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Posts Tagged ‘pastoring’

For thousands of years it had been thus;

Day – then dusk – and the dark.

Light to night. 

It seemed absurd,

That the negative would be the last to be heard,

And positive leave without a remark.

 

As it had done, now it came again,

Beauty – then border – and then black.

Light to night,

Brilliant to dull;

Beautiful landscapes and pastels now null,

By the absence of sunlight, Oh, the lack.  – eab, 12/14/79

Written in East Tennessee, while pastoring Christ Church-Bible Methodist

 

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Whether his name was Zacchaes or Zacharias is unknown but in the hotel industry he became known as *Zack.

 

It is not known if he inherited Bethlehem‘s “Best Eastern” from his family,

his wife’s family, or bought it out­right. 

 

But on THAT famous night he was the proprietor of the inn.

 

Zack may have been young or old, the record does not say. We are not informed if he was wealthy or poor – barely meeting his pay­ments on the inn.

 

Was Zack tall or short, skinny or fat? 

No docu­ments exist to acclaim his great learning or lack thereof.

 

Was Zack a gentleman with a handsome profile or did his face reveal low breeding? Were his words kind and friendly or were they harsh? 

 

We’re not told if he was attired in the latest Roman robe or if his appearance was con­servatively Hebrew.  Was he mar­ried?  Had HIS wife ever given birth to a child?  Had HE ever traveled from Bethlehem and needed a room?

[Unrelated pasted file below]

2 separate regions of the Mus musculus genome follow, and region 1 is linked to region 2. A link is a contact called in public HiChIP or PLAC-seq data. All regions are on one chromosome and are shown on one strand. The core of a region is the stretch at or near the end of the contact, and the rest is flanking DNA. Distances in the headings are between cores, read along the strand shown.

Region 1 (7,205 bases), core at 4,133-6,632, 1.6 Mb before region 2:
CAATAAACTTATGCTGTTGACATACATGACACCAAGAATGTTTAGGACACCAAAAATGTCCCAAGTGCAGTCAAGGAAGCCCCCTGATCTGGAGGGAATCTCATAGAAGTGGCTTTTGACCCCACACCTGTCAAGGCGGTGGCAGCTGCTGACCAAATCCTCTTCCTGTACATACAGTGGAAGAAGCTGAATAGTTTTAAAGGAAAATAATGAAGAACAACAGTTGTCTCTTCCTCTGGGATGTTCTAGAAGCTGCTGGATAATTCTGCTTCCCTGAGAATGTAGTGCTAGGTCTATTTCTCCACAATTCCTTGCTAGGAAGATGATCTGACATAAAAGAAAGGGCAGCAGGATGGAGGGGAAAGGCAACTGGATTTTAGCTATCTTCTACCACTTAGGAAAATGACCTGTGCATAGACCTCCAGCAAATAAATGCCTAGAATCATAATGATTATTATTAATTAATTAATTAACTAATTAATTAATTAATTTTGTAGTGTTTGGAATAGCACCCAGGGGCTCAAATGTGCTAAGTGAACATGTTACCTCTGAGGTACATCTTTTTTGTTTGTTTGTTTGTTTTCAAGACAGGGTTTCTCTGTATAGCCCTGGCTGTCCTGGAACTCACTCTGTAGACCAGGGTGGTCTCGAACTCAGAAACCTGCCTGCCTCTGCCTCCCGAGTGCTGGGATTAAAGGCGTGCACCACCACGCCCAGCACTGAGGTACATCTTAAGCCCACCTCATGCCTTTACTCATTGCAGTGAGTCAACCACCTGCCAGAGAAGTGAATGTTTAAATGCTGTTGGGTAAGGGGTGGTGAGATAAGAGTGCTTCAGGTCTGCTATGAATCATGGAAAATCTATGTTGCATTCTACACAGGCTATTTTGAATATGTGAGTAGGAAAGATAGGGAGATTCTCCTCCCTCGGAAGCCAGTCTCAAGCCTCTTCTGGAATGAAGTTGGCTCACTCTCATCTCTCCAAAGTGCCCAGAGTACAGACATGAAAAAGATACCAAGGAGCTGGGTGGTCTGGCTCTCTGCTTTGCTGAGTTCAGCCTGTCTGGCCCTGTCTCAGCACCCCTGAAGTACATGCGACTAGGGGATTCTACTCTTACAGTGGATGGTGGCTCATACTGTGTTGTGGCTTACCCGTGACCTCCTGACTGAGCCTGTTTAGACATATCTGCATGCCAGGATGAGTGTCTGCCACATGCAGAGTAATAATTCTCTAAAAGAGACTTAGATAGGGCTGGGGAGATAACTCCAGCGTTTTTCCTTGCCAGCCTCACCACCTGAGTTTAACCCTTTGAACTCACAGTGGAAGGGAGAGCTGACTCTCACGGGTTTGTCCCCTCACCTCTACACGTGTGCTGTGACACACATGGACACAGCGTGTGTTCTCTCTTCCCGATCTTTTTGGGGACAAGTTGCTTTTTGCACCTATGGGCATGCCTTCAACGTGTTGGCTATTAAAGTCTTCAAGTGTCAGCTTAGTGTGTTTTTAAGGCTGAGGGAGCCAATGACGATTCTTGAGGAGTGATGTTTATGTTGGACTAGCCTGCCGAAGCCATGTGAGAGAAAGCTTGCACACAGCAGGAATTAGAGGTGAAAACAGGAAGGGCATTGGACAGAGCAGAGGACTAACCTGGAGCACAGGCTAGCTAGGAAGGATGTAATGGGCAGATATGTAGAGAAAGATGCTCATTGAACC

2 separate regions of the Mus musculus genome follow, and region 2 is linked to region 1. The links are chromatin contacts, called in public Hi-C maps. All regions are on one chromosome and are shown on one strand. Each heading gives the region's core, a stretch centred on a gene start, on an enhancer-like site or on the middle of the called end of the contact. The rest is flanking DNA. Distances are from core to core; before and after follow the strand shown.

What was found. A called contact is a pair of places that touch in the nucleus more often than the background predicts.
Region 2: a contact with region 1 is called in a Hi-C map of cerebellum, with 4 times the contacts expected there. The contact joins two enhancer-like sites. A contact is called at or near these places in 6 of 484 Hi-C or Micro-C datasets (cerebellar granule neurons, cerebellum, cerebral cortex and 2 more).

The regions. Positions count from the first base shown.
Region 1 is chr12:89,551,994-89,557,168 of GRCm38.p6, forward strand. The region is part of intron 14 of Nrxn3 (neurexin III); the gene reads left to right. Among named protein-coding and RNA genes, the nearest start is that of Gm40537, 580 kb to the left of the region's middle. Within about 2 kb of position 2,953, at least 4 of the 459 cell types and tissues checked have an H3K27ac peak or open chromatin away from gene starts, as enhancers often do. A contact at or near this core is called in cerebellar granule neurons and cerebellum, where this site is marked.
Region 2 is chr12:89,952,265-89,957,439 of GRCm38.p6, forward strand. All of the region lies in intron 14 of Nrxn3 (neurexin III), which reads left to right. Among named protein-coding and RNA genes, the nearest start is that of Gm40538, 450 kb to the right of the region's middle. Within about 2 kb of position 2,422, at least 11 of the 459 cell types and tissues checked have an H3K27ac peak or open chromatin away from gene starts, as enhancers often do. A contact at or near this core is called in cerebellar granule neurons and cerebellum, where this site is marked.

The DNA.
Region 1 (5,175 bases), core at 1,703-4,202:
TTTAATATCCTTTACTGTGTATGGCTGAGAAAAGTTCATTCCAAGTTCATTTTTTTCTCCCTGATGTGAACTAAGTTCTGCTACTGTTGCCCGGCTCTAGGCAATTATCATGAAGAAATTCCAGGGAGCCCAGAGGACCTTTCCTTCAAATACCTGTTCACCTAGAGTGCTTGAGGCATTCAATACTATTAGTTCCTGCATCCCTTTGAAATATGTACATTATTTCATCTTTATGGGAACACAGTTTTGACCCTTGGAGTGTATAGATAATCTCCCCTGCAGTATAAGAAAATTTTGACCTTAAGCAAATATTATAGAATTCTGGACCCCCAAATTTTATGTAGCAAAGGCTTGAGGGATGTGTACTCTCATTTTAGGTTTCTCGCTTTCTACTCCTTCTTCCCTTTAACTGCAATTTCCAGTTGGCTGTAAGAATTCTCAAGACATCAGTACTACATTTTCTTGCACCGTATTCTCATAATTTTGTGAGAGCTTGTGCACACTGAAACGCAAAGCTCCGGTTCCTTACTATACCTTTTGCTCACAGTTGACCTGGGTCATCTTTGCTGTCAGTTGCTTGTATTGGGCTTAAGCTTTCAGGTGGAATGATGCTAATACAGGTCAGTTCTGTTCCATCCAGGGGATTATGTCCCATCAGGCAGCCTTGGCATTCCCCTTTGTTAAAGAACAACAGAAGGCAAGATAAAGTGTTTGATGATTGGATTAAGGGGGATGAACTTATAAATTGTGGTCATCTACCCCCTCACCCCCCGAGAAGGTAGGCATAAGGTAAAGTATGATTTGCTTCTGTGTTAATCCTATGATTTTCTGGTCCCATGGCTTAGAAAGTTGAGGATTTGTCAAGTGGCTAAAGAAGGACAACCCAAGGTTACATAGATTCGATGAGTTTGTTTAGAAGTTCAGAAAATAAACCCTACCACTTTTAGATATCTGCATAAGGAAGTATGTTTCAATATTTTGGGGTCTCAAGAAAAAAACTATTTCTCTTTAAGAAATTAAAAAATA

What was he worth the night he died?  What were his perks?  How much did he earn each week?  Where was he born?  What was his genealogy? 

 

How long did he own the “famous” inn?  Did Zack enjoy plain mutton chops and bread or was he a connoisseur of Mediterranean dining?

 

Did he race camels, collect Hittite pottery or trivialize his time with some other hobby?

Were his days simple or scheduled seg­ments of managerial perfection? 

 

Zack’s hair, was it black, styl­ishly cut or was it a mere shadow of its former glory with an ex­ceedingly wide part?

 

We do not know his race, face, pace, or even his grace.  Was he a faithful worshipper at the local synagogue or had he imbibed “modern thoughts” about God? 

 

Did he ever learn who his AL­MOST Guest was?

 

For a key player in history we know so little about him.

 

HISTORY HAS LEFT BUT ONE FACT, ABOUT ZACK

                 – HE HAD NO ROOM FOR JESUS!

 

Written while pastoring Bible Holiness Chapel, Oelrichs, SD and printed in the Hot Springs Star (newspaper) Dec., 1995

 

* No, we have not discovered some old scroll detailing the inns of the Holy Land, but allow me to use Zack in stead of saying “the innkeeper” each time and it could even make this story more real.

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“Now Thank We All Our God”   (stanza 2)

O may this bounteous God through all our life be near us,
With ever joyful hearts and blessèd peace to cheer us;
And keep us in His grace, and guide us when perplexed;
And free us from all ills, in this world and the next!

Martin Rinckart died 12/8/1649, Germany (born 1586).  He was a Lutheran who began pastoring at 31 in Eilenburg, Saxony, his home community.  Between the Thirty Years’ War (1618-1648) and the Plague of 1637 Rinckart buried some 5,000 victims – holding as high as 50 funerals a day.

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The Greeks had developed their own way of talking,